Get Even More Visitors To Your Blog, Upgrade To A Business Listing >>


I have spent an awful long time trying to define what Feminism means to me, bouncing between sociological terms such as liberal, Marxist and radical, agreeing with some parts of the definitions and being unable to fathom other parts of their ideologies.

Truth is, I think that for every person that identifies as a Feminist and quite honestly, even those that don’t, there is a different definition. And I think that it is okay. The second a notion as large as feminism tries to get pinpointed to one definition, other than 'equality', is when the term gets confined, claustrophobic and becomes un-relatable to it's users and the people that need it.

I know that my circumstances demand things from feminism, things that to another person, maybe of different age, Gender or culture, may find totally irrelevant. This doesn’t make their needs any less than mine, but nevertheless, still different. I know that 15 year old me wanted different things from feminism than I do now. When I first identified as I feminist, I did so because I hated being cat-called and felt singled out and was made to feel uncomfortable for having breasts. I wanted to be treated with the same respect as the man walking parallel to me, whose physical features were not shouted at him, as he walked down the same street as me. Don’t get me wrong, I still hate getting cat-called, but as I have learnt more about myself and other people, I know that this is just one of the many issues that feminism fights against.

I used to think that feminism just fought against patriarchy, and that the only thing standing in the way of equality for all, was to radicalise that way that things are ran. To some extent, I still believe this, but as I have experienced more, I now believe that deep rooted societal norms also have to be challenged in order for equality to happen. The more I have learnt, the more I realise that it isn’t just an issue that centralises around your biological sex, but also the gender that you relate to. As long as you identify as a human, feminism supports you.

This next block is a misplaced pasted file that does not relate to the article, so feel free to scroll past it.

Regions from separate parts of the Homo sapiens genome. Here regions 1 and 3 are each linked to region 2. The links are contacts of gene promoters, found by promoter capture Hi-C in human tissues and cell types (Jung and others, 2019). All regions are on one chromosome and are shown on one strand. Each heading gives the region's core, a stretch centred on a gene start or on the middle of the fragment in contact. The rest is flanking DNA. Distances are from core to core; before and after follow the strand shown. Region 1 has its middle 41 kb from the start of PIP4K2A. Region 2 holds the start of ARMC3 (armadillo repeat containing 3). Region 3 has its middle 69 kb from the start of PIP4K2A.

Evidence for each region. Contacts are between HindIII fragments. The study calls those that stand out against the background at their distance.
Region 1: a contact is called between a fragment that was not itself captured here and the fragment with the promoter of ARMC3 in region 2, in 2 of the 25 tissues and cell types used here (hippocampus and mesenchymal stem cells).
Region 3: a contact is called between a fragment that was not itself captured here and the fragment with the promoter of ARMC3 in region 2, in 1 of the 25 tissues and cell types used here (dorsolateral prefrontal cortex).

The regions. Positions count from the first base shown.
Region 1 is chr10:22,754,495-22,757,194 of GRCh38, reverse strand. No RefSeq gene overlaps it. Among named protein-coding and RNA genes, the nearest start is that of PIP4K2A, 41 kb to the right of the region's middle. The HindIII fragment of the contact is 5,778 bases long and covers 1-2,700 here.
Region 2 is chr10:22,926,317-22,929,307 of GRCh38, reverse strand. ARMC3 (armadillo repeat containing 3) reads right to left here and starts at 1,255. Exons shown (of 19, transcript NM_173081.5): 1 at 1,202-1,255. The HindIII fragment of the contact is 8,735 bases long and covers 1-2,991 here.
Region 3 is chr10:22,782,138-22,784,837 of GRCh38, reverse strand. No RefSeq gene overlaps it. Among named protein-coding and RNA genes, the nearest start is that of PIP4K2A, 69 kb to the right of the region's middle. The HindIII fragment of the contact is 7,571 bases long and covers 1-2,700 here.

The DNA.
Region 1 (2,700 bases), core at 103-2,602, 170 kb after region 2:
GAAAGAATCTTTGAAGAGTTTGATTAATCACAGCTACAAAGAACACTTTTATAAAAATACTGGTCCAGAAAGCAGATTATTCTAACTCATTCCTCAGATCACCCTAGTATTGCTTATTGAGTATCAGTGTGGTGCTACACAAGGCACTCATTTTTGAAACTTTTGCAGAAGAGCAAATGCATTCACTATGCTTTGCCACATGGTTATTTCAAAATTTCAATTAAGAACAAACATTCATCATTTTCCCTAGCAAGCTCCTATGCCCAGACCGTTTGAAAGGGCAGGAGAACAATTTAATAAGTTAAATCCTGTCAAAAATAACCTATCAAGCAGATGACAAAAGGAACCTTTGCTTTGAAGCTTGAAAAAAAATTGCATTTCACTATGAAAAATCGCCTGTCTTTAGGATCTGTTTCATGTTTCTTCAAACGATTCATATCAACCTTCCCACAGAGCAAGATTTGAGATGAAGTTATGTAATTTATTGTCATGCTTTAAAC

Not too long ago, a video became viral about why a person didn’t identify as a feminist. She outlined issues and fired out statistics about male Domestic Abuse and male versus female rates of incarceration.  It was being shared all over my social media, alongside comments such as 'finally, someone has said it!'. I got irate at the hundreds and thousands of people all over the world that had liked and agreed with the fact that the premise of the video was anti-feminist. I wanted to shout at my phone ‘THESE ARE ALL FEMINIST ISSUES’. I have never spoken to a feminist that doesn't believe that a woman’s rate of pay should be lower than a man's, who is doing the same job, nor should a man’s sentence in prison be longer than a woman’s for committing the same crime. I think that it is tragic around 40% of domestic abuse victims are male, yet help, such as crisis centres and refuges, appears to be less accessible to them. This is an issue of the equality of the sexes and as a feminist, I believe that something needs to be done. Don't get me wrong, I'm not 100% sure how yet, but I believe that it probably stems from out-dated societal values that have no place in the 21st century and are better off being eradicated.

Gender is a synthetic idea, therefore even if you don't identify as being on one end of the gender spectrum, Feminism will still support you. Stereotyping, objectification, infringements of human rights and gender or sexuality-based oppression and all feminist issues and something that shouldn't be happening.

I hate sounding preachy when I write, but I believe that the more people who acknowledge and identify and understand these issues, the quicker inequality will dissolve. If you have any comments or questions, please leave them below, or visit my contact page. 

This post first appeared on In Meg's Mind, please read the originial post: here

Share the post



Subscribe to In Meg's Mind

Get updates delivered right to your inbox!

Thank you for your subscription